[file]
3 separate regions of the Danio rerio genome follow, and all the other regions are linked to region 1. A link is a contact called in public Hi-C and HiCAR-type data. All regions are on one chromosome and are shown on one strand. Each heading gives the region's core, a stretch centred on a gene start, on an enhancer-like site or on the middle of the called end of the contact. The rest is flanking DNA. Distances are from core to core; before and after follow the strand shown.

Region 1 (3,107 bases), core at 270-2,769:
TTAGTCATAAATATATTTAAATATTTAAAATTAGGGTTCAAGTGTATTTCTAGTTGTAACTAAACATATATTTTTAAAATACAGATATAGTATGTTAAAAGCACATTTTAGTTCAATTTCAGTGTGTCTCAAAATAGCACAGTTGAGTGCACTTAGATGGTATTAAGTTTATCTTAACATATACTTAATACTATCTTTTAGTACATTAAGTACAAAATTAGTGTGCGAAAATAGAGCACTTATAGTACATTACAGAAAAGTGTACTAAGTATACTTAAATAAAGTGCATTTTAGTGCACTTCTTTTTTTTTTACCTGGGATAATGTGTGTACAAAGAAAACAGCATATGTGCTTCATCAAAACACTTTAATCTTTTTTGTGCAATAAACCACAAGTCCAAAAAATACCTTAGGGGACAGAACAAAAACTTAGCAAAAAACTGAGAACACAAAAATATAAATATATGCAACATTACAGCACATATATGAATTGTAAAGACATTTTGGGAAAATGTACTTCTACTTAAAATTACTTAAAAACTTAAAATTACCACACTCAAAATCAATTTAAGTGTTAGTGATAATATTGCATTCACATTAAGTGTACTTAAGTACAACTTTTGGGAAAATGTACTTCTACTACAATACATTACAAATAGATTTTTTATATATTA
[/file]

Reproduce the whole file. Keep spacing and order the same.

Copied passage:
3 separate regions of the Danio rerio genome follow, and all the other regions are linked to region 1. A link is a contact called in public Hi-C and HiCAR-type data. All regions are on one chromosome and are shown on one strand. Each heading gives the region's core, a stretch centred on a gene start, on an enhancer-like site or on the middle of the called end of the contact. The rest is flanking DNA. Distances are from core to core; before and after follow the strand shown.

Region 1 (3,107 bases), core at 270-2,769:
TTAGTCATAAATATATTTAAATATTTAAAATTAGGGTTCAAGTGTATTTCTAGTTGTAACTAAACATATATTTTTAAAATACAGATATAGTATGTTAAAAGCACATTTTAGTTCAATTTCAGTGTGTCTCAAAATAGCACAGTTGAGTGCACTTAGATGGTATTAAGTTTATCTTAACATATACTTAATACTATCTTTTAGTACATTAAGTACAAAATTAGTGTGCGAAAATAGAGCACTTATAGTACATTACAGAAAAGTGTACTAAGTATACTTAAATAAAGTGCATTTTAGTGCACTTCTTTTTTTTTTACCTGGGATAATGTGTGTACAAAGAAAACAGCATATGTGCTTCATCAAAACACTTTAATCTTTTTTGTGCAATAAACCACAAGTCCAAAAAATACCTTAGGGGACAGAACAAAAACTTAGCAAAAAACTGAGAACACAAAAATATAAATATATGCAACATTACAGCACATATATGAATTGTAAAGACATTTTGGGAAAATGTACTTCTACTTAAAATTACTTAAAAACTTAAAATTACCACACTCAAAATCAATTTAAGTGTTAGTGATAATATTGCATTCACATTAAGTGTACTTAAGTACAACTTTTGGGAAAATGTACTTCTACTACAATACATTACAAATAGATTTTTTATATATTA